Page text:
I've been a little gun shy about posting recently. I stopped responding to a post about the use of the This scope. I did not follow up on the arguments for/against my actions with Mach-II. I did not follow up on anything because I got some rather negative feedback from people I respect. Their main argument basically came down to me looking bad because I was advocating altering a framework for perceived optimization.
This is my response on the matter, and if it gets me into more trouble, then so be it. The client I was working for was moving from ColdFusion to ASP. They were running on ColdFusion MX 6.1 and were not going to upgrade. They had a Mach-II application that had 363 method calls per page (213 mach II and 150 non-Mach II), which should not be the case. They were experiencing a HUGE delay per page for more than one or two people at a time and needed it fixed NOW. Yes, I altered Mach-II, along with other code, and it had a positive effect.
Were the number of method calls normal for a Mach-II application? Probably not. If any application used that many method calls, the writer would be shot, so this had to be an abnormal case. Would my alterations show any real speed increase in a well-designed Mach-II application? Again, probably not. I expect that a well-designed Mach-II application would use far fewer method calls and the total savings from the changes I made should be negligable. There are still a few places in Mach-II where I see possible improvements, and these have been sent to the Mach-II team for official review and inclusion. Will they have significant savings? See my answer above.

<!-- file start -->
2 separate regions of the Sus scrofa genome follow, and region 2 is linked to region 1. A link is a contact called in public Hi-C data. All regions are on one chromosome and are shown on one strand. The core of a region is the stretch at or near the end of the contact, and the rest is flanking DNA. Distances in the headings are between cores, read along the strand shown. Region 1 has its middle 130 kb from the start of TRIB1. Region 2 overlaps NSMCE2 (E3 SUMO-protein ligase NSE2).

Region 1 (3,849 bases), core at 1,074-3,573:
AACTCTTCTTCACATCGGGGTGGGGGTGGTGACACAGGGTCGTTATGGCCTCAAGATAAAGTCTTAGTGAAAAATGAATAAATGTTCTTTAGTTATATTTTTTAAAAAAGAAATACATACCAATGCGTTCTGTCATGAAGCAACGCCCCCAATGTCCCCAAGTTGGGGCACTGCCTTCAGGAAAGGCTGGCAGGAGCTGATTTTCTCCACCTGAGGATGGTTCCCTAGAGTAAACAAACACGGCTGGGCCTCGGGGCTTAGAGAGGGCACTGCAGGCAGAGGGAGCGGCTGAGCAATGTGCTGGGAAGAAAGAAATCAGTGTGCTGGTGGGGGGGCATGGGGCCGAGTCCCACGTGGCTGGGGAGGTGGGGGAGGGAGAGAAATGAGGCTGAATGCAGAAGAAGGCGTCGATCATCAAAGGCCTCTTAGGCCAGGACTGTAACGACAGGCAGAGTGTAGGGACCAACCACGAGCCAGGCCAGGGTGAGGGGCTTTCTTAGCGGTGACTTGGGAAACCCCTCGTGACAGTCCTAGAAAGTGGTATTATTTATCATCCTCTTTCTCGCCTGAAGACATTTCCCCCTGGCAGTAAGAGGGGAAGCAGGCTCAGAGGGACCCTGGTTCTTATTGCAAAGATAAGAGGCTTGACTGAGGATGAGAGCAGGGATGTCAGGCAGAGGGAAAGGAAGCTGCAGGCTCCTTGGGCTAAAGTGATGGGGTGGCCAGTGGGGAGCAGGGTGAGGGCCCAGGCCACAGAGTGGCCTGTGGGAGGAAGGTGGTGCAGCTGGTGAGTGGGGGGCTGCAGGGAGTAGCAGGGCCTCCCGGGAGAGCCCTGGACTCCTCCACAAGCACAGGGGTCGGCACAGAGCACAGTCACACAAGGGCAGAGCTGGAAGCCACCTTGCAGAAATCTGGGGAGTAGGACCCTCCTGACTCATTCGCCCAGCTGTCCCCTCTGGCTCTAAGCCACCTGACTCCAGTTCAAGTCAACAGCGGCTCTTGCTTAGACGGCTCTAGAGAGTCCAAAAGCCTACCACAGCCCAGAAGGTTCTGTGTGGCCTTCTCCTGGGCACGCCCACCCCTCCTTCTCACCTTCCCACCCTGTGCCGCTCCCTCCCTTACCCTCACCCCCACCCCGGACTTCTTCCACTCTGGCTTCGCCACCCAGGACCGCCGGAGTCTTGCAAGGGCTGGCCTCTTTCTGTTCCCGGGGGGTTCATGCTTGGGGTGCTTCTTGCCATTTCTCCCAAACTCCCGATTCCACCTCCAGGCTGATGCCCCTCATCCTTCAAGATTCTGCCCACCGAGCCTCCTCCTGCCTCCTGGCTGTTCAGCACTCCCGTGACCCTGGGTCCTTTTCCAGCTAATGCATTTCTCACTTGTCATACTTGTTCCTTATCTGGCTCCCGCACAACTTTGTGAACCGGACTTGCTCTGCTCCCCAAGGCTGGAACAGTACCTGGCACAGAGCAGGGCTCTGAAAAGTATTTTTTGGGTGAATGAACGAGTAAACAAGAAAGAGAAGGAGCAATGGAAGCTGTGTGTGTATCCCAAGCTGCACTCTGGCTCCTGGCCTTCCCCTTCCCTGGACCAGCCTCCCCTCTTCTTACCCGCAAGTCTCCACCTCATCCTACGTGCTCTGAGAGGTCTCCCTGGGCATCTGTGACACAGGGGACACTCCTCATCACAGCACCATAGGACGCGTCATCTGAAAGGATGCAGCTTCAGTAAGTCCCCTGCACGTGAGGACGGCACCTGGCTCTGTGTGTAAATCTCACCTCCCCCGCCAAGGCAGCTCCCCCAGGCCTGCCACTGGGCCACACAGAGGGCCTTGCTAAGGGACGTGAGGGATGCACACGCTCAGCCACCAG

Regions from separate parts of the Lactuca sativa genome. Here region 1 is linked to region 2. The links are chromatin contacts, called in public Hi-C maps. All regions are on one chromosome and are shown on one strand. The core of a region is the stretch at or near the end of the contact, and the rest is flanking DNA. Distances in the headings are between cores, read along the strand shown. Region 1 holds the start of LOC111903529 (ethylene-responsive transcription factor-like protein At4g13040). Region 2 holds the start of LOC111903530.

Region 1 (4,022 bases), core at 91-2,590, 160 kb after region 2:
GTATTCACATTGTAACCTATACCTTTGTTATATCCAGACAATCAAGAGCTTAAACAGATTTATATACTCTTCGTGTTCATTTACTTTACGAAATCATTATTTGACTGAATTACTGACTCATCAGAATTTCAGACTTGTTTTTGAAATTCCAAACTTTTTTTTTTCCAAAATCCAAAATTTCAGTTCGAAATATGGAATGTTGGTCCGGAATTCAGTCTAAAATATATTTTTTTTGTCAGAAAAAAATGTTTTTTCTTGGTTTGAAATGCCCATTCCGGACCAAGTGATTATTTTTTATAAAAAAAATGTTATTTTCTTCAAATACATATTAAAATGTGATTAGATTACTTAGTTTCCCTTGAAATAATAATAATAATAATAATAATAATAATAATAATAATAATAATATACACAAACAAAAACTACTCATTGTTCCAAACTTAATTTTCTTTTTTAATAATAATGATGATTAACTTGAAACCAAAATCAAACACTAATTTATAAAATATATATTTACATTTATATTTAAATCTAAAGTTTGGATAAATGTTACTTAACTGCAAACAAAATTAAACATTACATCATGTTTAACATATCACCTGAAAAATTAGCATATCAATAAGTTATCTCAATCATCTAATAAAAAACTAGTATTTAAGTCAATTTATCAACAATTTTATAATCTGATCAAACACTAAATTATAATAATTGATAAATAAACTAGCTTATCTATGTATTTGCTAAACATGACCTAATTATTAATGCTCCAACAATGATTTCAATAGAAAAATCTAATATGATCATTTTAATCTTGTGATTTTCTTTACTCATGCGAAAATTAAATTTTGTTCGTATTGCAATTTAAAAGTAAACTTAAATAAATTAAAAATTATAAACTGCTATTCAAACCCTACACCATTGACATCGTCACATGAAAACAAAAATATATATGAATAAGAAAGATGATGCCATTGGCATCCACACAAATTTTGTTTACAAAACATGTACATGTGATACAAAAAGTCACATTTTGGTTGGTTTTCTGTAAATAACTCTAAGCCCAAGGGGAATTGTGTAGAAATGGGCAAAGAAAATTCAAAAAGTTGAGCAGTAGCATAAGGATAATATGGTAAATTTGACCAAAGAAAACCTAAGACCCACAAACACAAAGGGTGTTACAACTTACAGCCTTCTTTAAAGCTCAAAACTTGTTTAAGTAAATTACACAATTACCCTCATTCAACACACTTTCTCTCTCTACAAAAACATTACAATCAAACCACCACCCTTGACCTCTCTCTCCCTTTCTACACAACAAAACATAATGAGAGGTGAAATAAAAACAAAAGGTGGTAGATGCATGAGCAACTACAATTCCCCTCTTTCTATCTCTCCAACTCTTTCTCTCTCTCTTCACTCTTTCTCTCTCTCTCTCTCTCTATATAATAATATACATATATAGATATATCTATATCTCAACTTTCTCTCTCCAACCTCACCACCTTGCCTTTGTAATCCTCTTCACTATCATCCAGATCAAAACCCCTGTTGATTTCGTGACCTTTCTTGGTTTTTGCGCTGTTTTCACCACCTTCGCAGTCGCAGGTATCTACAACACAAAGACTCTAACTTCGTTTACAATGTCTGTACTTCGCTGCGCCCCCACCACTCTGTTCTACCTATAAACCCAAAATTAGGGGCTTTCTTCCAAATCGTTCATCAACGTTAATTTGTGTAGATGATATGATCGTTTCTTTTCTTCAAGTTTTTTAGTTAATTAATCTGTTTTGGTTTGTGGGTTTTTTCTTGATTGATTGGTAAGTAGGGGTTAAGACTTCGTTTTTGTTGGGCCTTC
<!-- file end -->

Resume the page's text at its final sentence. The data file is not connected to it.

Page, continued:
In the case I mentioned above, the client was happy and the contract was fulfilled. Would I do it again? Definitely! Why?
Because I'm an employee. So are you. We work for someone. We can offer our suggestions to them, let them know what we've seen and heard and try to move them towards proper code and procedures, but at the end of the day we are just employees. The client is always right, and if we feel otherwise, we can either suck it up or get a new client.
I get called in on emergency contracts all the time. When something is going wrong and it needs to be fixed immediately, then I get the call. For the client mentioned above, it required a fast and dirty fix. For another client, it required a fast fix for their "memory build and crash" problem and then an analysis of how to fix it. Sometimes the analysis leads to suggestions that 'break' OOP, but the end result is always the same. Better code for better performance.
Do I disrespect frameworks? Not at all. I'm one of the founders of the Fusebox framework (a methodology at the time). Do I advocate altering frameworks directly? My last post stated quite clearly that I do not feel that a framework should be altered except by those that know what's going on. On the other hand, if you know what's actually happening in the framework, feel free to alter it. But if you do, realize that you are essentially "forking" the framework, and any upgrades made to the framework cannot be reflected in your code unless you make some hands-on alterations.
But that's the beautiful thing of open source. Anyone can fork it. Anyone can remove the parts they don't want or need in order to tailor the code to their use.